Millennials often get a bad reputation in today’s society. Many times, it’s for something as mundane as spending $5 on a pumpkin spice latte. A more important critique of millennials, however, is that they are not involved enough. Are young people staying active within their communities? Are millennials involved with politics and voting?

New Hampshire governor Chris Sununu recently sought to begin resolving this issue within the state of New Hampshire, which has the second oldest generation in the nation, according to the Union Leader. On Sept. 20 the governor appointed two young people to his new Millennials Advisory Council. George Hansel, 31, and Danya Landis, 28, are coming up with ideas to help attract young workers to remain in state for college and work, according to the Keene Sentinel.

Most of their ideas revolve around creating more culturally and artistically pleasing events and locations throughout the state. Their thought is that residents would feel less isolated, more in-touch with modern trends and it would make the state more appealing to younger crowds.

Hansel and Landis are prime examples of millennials taking affirmative action within their community to better something they feel is worth it. They see an issue, (that young people are not remaining in or relocating to New Hampshire for school and work) and they thought of ideas to resolve it. Now, they’re putting them in action.

More millennials need to adapt this mindset. It is important to constantly stay involved in one’s community and local politics. Young people have more power than they believe. By implementing more arts and culture into the life of New Hampshire, Landis could be making huge steps in changing people’s perspective of life in the state. Over time, more involvement like this could help New Hampshire real estate, local businesses, tourism and the economy holistically. Millennials have the advantage of being up-to-date with technology and trending topics. This is vitally important in many facets of economic and political growth.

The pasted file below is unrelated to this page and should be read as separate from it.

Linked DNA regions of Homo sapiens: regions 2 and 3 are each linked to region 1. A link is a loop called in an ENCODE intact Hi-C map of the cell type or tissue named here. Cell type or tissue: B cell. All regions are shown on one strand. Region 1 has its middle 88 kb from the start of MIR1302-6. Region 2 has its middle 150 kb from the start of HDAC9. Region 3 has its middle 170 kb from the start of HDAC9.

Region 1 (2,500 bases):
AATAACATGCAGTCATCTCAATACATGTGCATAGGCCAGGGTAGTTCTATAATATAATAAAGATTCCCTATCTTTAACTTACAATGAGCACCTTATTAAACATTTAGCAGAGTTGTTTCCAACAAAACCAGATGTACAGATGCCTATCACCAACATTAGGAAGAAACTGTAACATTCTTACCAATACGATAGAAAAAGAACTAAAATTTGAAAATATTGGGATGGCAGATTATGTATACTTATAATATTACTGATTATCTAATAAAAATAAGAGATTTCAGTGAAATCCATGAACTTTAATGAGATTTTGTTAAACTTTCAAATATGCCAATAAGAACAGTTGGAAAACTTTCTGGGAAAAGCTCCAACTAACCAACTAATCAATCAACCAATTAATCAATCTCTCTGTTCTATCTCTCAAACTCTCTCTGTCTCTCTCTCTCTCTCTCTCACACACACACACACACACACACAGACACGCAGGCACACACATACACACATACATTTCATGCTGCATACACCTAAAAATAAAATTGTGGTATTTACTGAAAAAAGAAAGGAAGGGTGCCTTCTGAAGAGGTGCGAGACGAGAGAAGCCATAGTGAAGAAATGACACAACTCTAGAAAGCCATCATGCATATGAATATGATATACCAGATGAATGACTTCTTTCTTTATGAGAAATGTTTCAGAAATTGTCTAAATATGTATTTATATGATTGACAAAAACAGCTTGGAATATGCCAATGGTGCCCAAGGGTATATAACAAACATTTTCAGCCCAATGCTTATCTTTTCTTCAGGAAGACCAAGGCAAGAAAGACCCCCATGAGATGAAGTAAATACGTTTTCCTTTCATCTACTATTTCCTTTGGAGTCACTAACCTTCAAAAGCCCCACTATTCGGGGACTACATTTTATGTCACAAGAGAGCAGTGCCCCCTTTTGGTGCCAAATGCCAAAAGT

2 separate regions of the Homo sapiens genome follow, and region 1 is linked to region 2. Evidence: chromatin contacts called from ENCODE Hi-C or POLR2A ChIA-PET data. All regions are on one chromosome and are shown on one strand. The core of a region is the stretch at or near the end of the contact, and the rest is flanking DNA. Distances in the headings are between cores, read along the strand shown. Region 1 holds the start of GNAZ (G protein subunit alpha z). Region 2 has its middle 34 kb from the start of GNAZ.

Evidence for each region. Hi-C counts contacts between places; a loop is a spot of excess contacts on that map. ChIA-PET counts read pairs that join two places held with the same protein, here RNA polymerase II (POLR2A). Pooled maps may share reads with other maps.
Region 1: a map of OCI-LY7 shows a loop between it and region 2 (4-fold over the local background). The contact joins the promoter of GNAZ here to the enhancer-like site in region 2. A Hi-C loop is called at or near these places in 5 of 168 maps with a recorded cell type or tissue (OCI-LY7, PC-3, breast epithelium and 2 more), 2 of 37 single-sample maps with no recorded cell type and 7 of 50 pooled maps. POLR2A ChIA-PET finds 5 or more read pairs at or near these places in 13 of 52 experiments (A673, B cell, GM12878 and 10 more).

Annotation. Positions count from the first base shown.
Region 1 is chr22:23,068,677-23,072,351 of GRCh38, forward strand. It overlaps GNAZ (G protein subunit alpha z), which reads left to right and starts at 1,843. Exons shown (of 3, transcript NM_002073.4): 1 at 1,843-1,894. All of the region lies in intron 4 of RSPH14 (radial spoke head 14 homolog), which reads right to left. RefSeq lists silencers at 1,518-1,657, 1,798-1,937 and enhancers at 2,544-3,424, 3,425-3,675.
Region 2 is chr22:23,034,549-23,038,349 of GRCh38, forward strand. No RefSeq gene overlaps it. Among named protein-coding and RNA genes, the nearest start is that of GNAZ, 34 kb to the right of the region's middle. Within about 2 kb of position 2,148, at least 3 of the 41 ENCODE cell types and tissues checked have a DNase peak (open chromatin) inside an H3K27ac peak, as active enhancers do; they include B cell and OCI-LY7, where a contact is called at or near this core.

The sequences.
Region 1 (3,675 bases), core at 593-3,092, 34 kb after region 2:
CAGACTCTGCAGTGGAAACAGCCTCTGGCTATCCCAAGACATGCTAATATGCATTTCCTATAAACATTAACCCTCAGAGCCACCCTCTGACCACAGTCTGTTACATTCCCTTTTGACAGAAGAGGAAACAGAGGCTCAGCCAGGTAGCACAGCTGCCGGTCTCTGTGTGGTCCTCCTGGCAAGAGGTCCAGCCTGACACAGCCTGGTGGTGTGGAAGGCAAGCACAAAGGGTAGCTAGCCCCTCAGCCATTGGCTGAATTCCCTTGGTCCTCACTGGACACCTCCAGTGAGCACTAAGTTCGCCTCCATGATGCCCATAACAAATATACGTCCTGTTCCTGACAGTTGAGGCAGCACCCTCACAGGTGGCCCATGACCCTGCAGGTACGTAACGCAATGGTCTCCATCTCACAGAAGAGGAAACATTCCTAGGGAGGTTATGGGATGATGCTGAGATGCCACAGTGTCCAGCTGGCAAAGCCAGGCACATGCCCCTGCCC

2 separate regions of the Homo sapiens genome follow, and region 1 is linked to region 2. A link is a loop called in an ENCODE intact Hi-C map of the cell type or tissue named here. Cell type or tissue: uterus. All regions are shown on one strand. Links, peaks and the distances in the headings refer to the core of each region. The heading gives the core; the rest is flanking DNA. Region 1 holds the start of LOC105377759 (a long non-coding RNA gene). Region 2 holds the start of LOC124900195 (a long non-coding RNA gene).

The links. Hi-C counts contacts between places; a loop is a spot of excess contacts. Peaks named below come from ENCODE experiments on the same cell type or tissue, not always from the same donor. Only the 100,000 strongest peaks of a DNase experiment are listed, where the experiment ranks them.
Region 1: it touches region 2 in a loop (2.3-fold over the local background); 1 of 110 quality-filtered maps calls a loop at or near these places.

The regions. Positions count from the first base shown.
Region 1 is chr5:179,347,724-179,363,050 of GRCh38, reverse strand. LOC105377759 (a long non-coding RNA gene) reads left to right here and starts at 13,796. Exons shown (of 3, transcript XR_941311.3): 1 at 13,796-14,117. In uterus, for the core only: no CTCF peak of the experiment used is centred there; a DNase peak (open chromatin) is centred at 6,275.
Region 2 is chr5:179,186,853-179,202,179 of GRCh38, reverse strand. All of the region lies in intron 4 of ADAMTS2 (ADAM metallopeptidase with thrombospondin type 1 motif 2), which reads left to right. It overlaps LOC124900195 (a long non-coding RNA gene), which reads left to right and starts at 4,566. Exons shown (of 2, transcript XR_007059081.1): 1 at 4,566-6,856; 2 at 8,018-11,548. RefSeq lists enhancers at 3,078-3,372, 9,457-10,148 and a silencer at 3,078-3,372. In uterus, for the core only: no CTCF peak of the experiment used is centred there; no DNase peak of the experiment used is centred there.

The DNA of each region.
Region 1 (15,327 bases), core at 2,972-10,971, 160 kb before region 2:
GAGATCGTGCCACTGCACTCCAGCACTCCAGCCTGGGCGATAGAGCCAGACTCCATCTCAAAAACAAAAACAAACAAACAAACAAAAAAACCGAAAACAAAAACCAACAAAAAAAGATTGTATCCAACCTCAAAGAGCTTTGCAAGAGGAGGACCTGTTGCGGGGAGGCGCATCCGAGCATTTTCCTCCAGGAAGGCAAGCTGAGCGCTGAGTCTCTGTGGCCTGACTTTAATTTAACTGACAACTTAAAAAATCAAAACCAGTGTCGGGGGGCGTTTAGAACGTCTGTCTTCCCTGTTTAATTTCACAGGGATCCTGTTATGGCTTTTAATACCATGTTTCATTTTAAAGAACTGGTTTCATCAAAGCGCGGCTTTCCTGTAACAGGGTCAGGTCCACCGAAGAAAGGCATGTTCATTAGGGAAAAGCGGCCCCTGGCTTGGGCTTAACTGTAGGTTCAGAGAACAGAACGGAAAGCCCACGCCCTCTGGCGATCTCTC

However, many millennials still fail to see their own potential in making a difference. In this past presidential election, the majority of my friends and classmates that I spoke with said they were not planning on voting. Their mindset was that it was either “too inconvenient with their schedules” or that their one vote would make no difference at all. When a large group of people have that same idea, however, it can be detrimental. Many of these same people were unhappy with the election results when they came out, but did nothing in their power to possibly change the outcome.

Not to say that one person canvassing for a candidate on Main Street in Keene could have changed the outcome of the election, but it could have changed at least a few voter’s minds in the community. If we have that happening in every community, then those numbers add up. This is the importance of involvement. Just like the members of Sununu’s advisory council making decisions that will help create changes they want to see in their community, other young people should be getting involved in ways that will create the change they wish to see. If someone wants to see more arts events near them, like Landis, then they should make strides to see that difference. The same principle applies to any transformation one wishes to see; they must get involved and works towards it.

Rachel Vitello can be contacted at 

rvitello@kscequinox.com